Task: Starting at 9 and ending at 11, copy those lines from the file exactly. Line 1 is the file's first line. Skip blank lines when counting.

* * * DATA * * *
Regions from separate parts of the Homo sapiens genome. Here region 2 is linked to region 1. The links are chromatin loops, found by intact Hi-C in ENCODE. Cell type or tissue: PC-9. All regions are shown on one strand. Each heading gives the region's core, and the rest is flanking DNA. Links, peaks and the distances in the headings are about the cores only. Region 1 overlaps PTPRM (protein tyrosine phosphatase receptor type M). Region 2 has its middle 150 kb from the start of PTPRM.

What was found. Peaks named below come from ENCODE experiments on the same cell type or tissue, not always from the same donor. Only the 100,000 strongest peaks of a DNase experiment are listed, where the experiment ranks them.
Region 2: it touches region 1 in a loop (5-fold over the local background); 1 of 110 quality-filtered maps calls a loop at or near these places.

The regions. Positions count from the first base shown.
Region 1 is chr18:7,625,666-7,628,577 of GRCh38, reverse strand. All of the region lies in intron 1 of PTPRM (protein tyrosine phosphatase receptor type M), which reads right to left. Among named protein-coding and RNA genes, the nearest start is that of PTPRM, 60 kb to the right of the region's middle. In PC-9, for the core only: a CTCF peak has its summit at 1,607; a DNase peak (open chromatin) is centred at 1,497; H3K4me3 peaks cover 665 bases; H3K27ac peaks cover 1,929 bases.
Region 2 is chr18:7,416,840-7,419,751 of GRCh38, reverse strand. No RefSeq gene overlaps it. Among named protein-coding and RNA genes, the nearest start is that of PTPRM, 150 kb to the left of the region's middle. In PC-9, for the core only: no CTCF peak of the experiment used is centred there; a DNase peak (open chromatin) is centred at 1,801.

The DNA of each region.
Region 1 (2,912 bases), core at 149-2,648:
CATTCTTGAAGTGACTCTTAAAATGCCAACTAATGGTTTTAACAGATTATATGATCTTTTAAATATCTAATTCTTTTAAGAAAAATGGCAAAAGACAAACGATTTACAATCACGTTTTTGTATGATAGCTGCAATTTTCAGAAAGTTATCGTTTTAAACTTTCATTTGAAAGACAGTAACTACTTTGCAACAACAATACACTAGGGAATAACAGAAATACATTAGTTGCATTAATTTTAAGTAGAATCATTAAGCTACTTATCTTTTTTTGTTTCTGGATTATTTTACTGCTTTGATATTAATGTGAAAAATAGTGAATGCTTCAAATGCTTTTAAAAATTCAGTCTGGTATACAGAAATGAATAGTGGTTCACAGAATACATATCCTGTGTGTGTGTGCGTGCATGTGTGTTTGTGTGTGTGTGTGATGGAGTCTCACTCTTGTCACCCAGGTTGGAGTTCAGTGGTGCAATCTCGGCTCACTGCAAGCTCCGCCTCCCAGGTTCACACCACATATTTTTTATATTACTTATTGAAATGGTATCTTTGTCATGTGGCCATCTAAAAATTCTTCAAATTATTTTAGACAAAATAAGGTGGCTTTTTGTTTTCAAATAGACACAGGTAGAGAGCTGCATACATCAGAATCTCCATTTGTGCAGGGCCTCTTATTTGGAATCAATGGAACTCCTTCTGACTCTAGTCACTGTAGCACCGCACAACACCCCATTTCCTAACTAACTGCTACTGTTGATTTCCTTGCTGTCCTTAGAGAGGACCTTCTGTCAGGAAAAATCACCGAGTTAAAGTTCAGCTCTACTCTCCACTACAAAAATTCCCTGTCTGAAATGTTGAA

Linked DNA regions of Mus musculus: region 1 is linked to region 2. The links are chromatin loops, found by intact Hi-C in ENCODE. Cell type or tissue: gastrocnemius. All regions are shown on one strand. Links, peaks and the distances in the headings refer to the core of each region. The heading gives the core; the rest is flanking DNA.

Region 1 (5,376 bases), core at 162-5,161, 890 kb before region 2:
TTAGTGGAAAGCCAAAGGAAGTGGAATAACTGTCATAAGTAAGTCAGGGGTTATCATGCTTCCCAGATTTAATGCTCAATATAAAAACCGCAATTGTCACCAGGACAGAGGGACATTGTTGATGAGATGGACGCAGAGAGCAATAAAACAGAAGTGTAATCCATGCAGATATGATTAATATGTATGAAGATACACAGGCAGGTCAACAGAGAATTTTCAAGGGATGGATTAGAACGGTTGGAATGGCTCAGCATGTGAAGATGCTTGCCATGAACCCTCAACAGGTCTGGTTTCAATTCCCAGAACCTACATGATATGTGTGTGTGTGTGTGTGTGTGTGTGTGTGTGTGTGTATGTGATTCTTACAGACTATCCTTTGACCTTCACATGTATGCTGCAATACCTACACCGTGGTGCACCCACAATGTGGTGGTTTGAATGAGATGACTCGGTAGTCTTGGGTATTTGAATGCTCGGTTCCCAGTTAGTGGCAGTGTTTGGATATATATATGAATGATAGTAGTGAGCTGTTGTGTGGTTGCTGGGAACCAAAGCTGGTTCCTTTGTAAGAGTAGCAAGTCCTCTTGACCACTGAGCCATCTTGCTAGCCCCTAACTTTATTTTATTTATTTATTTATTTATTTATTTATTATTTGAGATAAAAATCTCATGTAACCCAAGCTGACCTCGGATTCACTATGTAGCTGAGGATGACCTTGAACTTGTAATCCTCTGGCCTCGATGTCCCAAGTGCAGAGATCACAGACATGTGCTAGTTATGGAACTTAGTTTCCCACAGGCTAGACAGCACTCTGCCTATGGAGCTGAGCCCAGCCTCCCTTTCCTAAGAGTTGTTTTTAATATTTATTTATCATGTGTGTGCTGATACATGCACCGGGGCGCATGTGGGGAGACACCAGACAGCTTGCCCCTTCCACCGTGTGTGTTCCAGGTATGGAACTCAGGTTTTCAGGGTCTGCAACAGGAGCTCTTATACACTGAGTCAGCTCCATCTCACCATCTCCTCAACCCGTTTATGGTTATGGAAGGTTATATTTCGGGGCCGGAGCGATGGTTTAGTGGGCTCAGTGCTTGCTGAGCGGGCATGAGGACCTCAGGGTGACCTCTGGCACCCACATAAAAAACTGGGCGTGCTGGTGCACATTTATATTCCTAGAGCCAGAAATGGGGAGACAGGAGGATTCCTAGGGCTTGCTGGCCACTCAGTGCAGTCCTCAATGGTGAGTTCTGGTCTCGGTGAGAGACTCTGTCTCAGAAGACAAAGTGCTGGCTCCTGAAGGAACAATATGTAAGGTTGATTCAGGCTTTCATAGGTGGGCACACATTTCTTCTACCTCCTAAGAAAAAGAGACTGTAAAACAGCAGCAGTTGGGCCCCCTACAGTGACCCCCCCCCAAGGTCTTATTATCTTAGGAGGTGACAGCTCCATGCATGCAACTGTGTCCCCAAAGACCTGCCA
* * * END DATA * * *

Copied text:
CATTCTTGAAGTGACTCTTAAAATGCCAACTAATGGTTTTAACAGATTATATGATCTTTTAAATATCTAATTCTTTTAAGAAAAATGGCAAAAGACAAACGATTTACAATCACGTTTTTGTATGATAGCTGCAATTTTCAGAAAGTTATCGTTTTAAACTTTCATTTGAAAGACAGTAACTACTTTGCAACAACAATACACTAGGGAATAACAGAAATACATTAGTTGCATTAATTTTAAGTAGAATCATTAAGCTACTTATCTTTTTTTGTTTCTGGATTATTTTACTGCTTTGATATTAATGTGAAAAATAGTGAATGCTTCAAATGCTTTTAAAAATTCAGTCTGGTATACAGAAATGAATAGTGGTTCACAGAATACATATCCTGTGTGTGTGTGCGTGCATGTGTGTTTGTGTGTGTGTGTGATGGAGTCTCACTCTTGTCACCCAGGTTGGAGTTCAGTGGTGCAATCTCGGCTCACTGCAAGCTCCGCCTCCCAGGTTCACACCACATATTTTTTATATTACTTATTGAAATGGTATCTTTGTCATGTGGCCATCTAAAAATTCTTCAAATTATTTTAGACAAAATAAGGTGGCTTTTTGTTTTCAAATAGACACAGGTAGAGAGCTGCATACATCAGAATCTCCATTTGTGCAGGGCCTCTTATTTGGAATCAATGGAACTCCTTCTGACTCTAGTCACTGTAGCACCGCACAACACCCCATTTCCTAACTAACTGCTACTGTTGATTTCCTTGCTGTCCTTAGAGAGGACCTTCTGTCAGGAAAAATCACCGAGTTAAAGTTCAGCTCTACTCTCCACTACAAAAATTCCCTGTCTGAAATGTTGAA

Linked DNA regions of Mus musculus: region 1 is linked to region 2. The links are chromatin loops, found by intact Hi-C in ENCODE. Cell type or tissue: gastrocnemius. All regions are shown on one strand. Links, peaks and the distances in the headings refer to the core of each region. The heading gives the core; the rest is flanking DNA.

Region 1 (5,376 bases), core at 162-5,161, 890 kb before region 2: